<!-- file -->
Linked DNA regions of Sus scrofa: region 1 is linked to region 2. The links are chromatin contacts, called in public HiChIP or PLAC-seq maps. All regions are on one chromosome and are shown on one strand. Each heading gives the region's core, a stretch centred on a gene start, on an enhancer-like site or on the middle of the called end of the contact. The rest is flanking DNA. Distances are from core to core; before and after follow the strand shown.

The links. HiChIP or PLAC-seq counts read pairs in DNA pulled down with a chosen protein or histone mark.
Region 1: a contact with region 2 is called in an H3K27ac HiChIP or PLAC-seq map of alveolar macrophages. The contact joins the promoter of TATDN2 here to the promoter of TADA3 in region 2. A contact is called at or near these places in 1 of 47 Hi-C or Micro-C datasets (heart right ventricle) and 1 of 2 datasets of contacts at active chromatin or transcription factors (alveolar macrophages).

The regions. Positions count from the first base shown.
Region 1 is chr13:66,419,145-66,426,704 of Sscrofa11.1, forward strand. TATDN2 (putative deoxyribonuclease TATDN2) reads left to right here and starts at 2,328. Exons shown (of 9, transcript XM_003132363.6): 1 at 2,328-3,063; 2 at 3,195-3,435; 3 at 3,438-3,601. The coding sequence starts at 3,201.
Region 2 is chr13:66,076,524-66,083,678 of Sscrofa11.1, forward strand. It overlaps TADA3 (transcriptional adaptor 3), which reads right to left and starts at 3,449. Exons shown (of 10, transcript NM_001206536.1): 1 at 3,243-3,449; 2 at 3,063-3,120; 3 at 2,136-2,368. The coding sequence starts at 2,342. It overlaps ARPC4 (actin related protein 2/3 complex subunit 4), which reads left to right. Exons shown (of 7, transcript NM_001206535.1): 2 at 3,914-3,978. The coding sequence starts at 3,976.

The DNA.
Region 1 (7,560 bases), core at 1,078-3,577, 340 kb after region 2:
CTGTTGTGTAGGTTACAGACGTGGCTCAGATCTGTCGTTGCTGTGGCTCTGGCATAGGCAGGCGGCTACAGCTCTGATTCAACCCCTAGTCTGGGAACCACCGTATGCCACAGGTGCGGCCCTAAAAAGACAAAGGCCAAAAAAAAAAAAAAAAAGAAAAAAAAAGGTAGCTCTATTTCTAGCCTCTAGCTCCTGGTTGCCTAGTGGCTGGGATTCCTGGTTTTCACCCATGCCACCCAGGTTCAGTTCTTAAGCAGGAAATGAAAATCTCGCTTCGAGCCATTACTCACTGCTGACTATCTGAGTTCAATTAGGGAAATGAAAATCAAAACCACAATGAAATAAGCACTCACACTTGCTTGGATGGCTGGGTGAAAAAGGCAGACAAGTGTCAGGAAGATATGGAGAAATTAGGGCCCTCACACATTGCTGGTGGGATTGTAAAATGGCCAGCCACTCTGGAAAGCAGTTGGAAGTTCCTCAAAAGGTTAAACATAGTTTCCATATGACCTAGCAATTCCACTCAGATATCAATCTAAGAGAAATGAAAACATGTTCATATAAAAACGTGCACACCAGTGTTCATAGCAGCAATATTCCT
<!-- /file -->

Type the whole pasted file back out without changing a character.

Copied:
Linked DNA regions of Sus scrofa: region 1 is linked to region 2. The links are chromatin contacts, called in public HiChIP or PLAC-seq maps. All regions are on one chromosome and are shown on one strand. Each heading gives the region's core, a stretch centred on a gene start, on an enhancer-like site or on the middle of the called end of the contact. The rest is flanking DNA. Distances are from core to core; before and after follow the strand shown.

The links. HiChIP or PLAC-seq counts read pairs in DNA pulled down with a chosen protein or histone mark.
Region 1: a contact with region 2 is called in an H3K27ac HiChIP or PLAC-seq map of alveolar macrophages. The contact joins the promoter of TATDN2 here to the promoter of TADA3 in region 2. A contact is called at or near these places in 1 of 47 Hi-C or Micro-C datasets (heart right ventricle) and 1 of 2 datasets of contacts at active chromatin or transcription factors (alveolar macrophages).

The regions. Positions count from the first base shown.
Region 1 is chr13:66,419,145-66,426,704 of Sscrofa11.1, forward strand. TATDN2 (putative deoxyribonuclease TATDN2) reads left to right here and starts at 2,328. Exons shown (of 9, transcript XM_003132363.6): 1 at 2,328-3,063; 2 at 3,195-3,435; 3 at 3,438-3,601. The coding sequence starts at 3,201.
Region 2 is chr13:66,076,524-66,083,678 of Sscrofa11.1, forward strand. It overlaps TADA3 (transcriptional adaptor 3), which reads right to left and starts at 3,449. Exons shown (of 10, transcript NM_001206536.1): 1 at 3,243-3,449; 2 at 3,063-3,120; 3 at 2,136-2,368. The coding sequence starts at 2,342. It overlaps ARPC4 (actin related protein 2/3 complex subunit 4), which reads left to right. Exons shown (of 7, transcript NM_001206535.1): 2 at 3,914-3,978. The coding sequence starts at 3,976.

The DNA.
Region 1 (7,560 bases), core at 1,078-3,577, 340 kb after region 2:
CTGTTGTGTAGGTTACAGACGTGGCTCAGATCTGTCGTTGCTGTGGCTCTGGCATAGGCAGGCGGCTACAGCTCTGATTCAACCCCTAGTCTGGGAACCACCGTATGCCACAGGTGCGGCCCTAAAAAGACAAAGGCCAAAAAAAAAAAAAAAAAGAAAAAAAAAGGTAGCTCTATTTCTAGCCTCTAGCTCCTGGTTGCCTAGTGGCTGGGATTCCTGGTTTTCACCCATGCCACCCAGGTTCAGTTCTTAAGCAGGAAATGAAAATCTCGCTTCGAGCCATTACTCACTGCTGACTATCTGAGTTCAATTAGGGAAATGAAAATCAAAACCACAATGAAATAAGCACTCACACTTGCTTGGATGGCTGGGTGAAAAAGGCAGACAAGTGTCAGGAAGATATGGAGAAATTAGGGCCCTCACACATTGCTGGTGGGATTGTAAAATGGCCAGCCACTCTGGAAAGCAGTTGGAAGTTCCTCAAAAGGTTAAACATAGTTTCCATATGACCTAGCAATTCCACTCAGATATCAATCTAAGAGAAATGAAAACATGTTCATATAAAAACGTGCACACCAGTGTTCATAGCAGCAATATTCCT